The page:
5. Marie Antoinette: Neither the masterpiece its admirers claim, nor the complete disaster the film’s detractors insist, Sofia Coppola’s tribute to 18th century Versailles, where it was actually filmed, and ’80s New Romantic music is fizzy eye and ear candy, all robin eggshell blues and baby doll pinks, with a soundtrack that veers from classical and opera to Gang of Four, Bow Wow Wow, Adam Ant and The Cure. Kirsten Dunst reprises Norma Shearer’s role in the 1938 version as the doomed teenage queen, forced into a loveless marriage to Jason Schwartzman’s feckless Louis XVI by her Austrian family, only to turn into one of history’s most misunderstood victims. The movie has a bright, shiny feel as if it were a masquerade party happening today, that anachronism enforced by such offbeat modern casting as an almost unrecognizable Marianne Faithfull playing Marie's mother Maria Teresa, Stephen Coogan’s Ambassador Mercy, Rip Torn’s bawdy King Louis XV, Molly Shannon’s gossipy Aunt Victoire and Asia Argento as the King’s unabashedly vulgar mistress, Comtesse du Barry. The plot, as it were, is merely an excuse for an extended fashion video, but it’s all in good fun, sort of Barry Lyndon meets Spandau Ballet. One can’t help but compare the spoiled Queen with such modern-day pop starlets as Britney, Lindsay and Paris, which makes the satire all the more timely, while Kristin’s wide-open features and girlish innocence give the final outcome a tragic dimension. Referred to derogatorily as “a piece of cake” by a catty member of the court, Dunst’s Antoinette proved to last a lot longer in spirit than body. If her death signaled the end of the old order, her untimely demise still resonates with relevance today.

6. Studio 60 on the Sunset Strip: Not being a fan of Aaron Sorkin’s previous TV efforts, Sports Night or The West Wing, I didn’t take to this right away, turned off by the brittle, stilted dialogue and smug condescension of the writing and characters. By the time I began to get into the artificiality and fell in love with the leads—Matthew Perry’s neurotic head writer, Bradley Whitford’s neurotic producer, Amanda Peet’s neurotic network programming head, Steven Weber’s neurotic network chief… you get the idea—the blogs were overrun with real-life critics putting the show down amid rumors of its imminent cancellation. And now, with six episodes yet to be aired, the show has been pulled indefinitely by NBC for Paul HaggisThe Black Donnellys, which looks like Brotherhood lite. It’s a shame, too, because the show was just starting to veer off into a more relationship-oriented direction and away from the backstage spoof of a SNL-style comedy show whose unfunny sketches were a constant source of criticism, but come to think of it, just reflected the original, which is usually more miss than hit anyway. I especially enjoyed Sarah Paulson as Anita Pallenberg in a faux movie about the onetime muse to various Rolling Stones, as well as the screwball comedy level banter between Whitford and a visibly pregnant Peet. One thing I spotted at the beginning still holds true: This show was way too smart for the room and knew it—a fatal combination in today’s lowest-common-denominator world of network television. But I'm still gonna miss it. Now let's hope they don't do the same to Friday Night Lights.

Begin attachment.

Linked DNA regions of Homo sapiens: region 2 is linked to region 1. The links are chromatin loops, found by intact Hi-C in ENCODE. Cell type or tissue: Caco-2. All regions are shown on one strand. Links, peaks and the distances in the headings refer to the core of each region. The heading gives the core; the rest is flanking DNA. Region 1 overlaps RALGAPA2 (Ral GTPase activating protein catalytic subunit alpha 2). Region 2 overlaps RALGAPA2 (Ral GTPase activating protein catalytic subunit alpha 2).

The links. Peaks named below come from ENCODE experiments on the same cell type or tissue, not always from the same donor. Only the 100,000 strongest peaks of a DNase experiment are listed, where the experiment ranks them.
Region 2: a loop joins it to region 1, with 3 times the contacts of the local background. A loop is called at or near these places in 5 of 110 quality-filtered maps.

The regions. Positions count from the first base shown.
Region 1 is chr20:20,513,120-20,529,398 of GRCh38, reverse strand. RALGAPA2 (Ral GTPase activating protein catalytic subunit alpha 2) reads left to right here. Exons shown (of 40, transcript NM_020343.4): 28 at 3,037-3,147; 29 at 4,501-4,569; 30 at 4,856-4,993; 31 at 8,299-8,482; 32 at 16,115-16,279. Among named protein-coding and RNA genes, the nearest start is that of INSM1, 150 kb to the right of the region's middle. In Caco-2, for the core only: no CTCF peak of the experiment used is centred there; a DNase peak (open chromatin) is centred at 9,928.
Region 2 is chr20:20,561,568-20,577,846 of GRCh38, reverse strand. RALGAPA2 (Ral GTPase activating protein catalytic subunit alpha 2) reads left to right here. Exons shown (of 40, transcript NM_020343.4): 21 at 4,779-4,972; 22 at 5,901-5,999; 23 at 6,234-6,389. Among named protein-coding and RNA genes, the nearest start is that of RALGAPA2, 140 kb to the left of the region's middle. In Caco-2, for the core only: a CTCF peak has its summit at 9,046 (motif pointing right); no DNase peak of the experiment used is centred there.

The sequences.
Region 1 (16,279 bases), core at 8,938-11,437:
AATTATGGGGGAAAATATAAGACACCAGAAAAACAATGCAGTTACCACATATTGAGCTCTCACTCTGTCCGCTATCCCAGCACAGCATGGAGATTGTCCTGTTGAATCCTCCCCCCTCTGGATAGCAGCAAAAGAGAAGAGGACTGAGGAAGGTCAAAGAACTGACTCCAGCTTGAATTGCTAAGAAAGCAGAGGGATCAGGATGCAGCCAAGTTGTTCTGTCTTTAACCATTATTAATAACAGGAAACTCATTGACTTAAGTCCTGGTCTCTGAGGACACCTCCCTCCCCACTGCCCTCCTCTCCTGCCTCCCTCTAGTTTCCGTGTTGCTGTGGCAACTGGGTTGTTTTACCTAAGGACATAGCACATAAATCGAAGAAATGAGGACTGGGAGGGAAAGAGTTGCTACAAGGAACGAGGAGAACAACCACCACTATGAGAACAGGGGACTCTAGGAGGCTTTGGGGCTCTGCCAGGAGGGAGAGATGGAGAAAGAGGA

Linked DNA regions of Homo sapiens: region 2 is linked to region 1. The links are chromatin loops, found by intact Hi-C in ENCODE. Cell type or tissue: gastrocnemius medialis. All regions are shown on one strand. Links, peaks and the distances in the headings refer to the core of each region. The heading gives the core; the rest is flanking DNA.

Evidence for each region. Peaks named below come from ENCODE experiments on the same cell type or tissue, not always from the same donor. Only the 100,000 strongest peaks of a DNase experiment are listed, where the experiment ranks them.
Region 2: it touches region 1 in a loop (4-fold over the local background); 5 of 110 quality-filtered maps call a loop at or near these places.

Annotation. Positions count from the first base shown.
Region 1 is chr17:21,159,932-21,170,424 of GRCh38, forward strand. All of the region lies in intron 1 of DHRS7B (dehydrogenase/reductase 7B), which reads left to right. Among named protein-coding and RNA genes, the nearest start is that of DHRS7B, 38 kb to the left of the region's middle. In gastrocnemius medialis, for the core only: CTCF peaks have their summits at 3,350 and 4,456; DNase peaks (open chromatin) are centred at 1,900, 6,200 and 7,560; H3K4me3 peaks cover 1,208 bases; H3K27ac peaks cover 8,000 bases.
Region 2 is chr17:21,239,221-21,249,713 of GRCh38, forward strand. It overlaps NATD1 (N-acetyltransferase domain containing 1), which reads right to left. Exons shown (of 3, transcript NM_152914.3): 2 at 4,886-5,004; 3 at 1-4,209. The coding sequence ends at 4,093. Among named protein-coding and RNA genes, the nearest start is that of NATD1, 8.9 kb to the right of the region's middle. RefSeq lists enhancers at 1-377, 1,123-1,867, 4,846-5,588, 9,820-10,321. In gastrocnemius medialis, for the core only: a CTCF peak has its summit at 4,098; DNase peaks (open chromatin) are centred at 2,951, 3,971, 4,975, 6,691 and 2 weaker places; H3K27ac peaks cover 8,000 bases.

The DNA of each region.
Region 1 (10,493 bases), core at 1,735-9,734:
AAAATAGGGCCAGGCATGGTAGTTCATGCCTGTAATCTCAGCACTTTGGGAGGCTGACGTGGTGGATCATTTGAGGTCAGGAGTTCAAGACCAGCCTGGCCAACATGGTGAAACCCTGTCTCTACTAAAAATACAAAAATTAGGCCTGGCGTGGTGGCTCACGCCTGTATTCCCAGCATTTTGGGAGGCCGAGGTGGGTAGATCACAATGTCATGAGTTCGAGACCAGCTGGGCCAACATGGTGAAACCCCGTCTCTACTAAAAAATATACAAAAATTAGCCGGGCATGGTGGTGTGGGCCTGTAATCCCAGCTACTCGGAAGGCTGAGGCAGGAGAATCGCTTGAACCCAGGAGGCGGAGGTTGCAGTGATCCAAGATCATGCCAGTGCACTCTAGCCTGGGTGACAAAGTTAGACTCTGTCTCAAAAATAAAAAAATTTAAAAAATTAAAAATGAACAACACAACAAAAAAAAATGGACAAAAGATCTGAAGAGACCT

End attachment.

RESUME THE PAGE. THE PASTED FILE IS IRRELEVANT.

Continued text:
7. Flags of Our Fathers: Like Dreamgirls, the first installment of Clint Eastwood’s World War II saga was supposed to dominate the Oscar race, but it took a back seat to his more contemplative, Japanese language sequel, Letters From Iwo Jima. That’s not to say that there isn’t plenty to like about Flags. Its opening invasion of the island rivals Spielberg’s Normandy beach arrival in Saving Private Ryan for gruesome authenticity—at one point a severed head rolls past a soldier—and its major narrative line about the cynical nature of heroism and patriotism, illustrated by the disenchantment of three of the men who raised the flag at Iwo Jima being paraded around to sell war bonds, is more timely than ever. The main performances, by Ryan Phillippe, Jesse Bradford and Adam Beach as the haunted Native American Ira Hayes, are all solid, and the various recreations of their appearances at Soldier Field and before a throng of admirers in the Chicago streets, ring true. What’s interesting about Eastwood’s approach here is how he never shows the Japanese enemy, only their guns sticking out of their dug-in mountain turrets, which he obviously rectifies in showing the opposite point-of-view in Iwo Jima. And while the latter movie at first seemed like an afterthought, its unique approach had the effect of counteracting the conventionality of Flags. Not having seen Letters From Iwo Jima yet, Flags of Our Fathers feels a bit attenuated, like it’s only half the story, an epic yin in search of its yang, which, in fact, it is.